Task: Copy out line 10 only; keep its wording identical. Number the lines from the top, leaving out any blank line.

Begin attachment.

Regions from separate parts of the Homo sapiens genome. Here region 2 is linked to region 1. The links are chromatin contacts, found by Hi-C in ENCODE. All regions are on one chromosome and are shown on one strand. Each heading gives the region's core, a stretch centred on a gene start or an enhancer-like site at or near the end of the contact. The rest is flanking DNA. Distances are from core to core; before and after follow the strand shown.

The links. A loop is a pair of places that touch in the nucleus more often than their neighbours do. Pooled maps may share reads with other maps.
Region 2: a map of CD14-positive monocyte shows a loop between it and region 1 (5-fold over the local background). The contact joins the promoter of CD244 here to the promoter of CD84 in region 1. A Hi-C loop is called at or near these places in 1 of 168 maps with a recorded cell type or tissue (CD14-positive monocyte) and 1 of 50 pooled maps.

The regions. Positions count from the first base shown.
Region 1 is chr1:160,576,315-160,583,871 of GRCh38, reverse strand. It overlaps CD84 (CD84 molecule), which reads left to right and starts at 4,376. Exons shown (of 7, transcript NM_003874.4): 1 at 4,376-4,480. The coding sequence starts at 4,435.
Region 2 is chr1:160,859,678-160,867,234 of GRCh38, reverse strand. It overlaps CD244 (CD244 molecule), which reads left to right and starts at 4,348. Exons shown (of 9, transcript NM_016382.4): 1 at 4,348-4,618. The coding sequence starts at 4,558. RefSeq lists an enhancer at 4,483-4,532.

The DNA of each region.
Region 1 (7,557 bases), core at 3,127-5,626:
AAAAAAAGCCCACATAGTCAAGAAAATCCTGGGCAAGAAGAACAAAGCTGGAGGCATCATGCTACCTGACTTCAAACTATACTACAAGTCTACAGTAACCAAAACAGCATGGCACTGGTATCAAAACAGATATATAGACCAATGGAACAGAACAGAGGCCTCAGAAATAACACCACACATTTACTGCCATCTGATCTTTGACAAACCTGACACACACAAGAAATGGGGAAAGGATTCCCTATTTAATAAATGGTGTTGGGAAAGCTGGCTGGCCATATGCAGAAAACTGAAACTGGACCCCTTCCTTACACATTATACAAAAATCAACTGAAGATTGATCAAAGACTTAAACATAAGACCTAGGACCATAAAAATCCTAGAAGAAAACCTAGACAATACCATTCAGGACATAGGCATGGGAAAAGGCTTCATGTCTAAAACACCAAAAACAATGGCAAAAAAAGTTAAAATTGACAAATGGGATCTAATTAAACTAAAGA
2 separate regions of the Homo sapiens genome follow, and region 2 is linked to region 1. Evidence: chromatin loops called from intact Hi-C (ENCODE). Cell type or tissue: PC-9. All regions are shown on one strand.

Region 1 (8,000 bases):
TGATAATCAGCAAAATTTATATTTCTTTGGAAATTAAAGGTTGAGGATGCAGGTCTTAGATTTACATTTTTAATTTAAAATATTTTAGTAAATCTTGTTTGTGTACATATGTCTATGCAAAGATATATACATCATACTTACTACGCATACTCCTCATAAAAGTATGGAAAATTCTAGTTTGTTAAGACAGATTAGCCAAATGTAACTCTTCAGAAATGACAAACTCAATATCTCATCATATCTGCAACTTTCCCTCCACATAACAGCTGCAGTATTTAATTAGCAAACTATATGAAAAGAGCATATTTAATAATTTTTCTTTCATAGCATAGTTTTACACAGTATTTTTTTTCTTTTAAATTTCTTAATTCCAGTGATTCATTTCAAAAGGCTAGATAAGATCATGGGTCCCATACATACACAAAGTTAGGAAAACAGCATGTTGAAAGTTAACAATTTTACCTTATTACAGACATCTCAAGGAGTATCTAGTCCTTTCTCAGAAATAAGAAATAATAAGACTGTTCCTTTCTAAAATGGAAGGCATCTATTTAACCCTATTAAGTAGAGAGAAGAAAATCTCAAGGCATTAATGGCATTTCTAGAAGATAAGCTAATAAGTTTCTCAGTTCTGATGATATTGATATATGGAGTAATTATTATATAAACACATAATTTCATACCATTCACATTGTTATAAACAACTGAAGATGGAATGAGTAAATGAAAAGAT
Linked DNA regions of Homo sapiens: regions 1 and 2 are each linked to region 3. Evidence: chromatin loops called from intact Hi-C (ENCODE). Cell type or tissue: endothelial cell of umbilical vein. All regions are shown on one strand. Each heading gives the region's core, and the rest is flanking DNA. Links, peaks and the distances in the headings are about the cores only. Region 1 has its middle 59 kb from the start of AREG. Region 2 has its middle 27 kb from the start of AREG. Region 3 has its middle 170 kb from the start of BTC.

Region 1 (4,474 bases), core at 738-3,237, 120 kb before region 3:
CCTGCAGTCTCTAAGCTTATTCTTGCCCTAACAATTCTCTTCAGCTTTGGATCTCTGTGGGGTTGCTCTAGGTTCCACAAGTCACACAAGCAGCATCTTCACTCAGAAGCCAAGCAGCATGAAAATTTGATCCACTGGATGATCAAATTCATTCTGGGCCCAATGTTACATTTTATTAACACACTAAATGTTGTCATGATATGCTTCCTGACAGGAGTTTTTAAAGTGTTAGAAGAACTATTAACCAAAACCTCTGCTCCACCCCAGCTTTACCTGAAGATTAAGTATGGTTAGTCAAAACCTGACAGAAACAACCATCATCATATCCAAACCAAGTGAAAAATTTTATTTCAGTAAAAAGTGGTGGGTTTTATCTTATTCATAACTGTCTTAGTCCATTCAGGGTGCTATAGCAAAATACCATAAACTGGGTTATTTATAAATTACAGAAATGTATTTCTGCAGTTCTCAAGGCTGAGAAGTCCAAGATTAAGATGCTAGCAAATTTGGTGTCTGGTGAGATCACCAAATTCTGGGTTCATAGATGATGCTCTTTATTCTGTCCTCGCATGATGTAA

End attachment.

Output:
2 separate regions of the Homo sapiens genome follow, and region 2 is linked to region 1. Evidence: chromatin loops called from intact Hi-C (ENCODE). Cell type or tissue: PC-9. All regions are shown on one strand.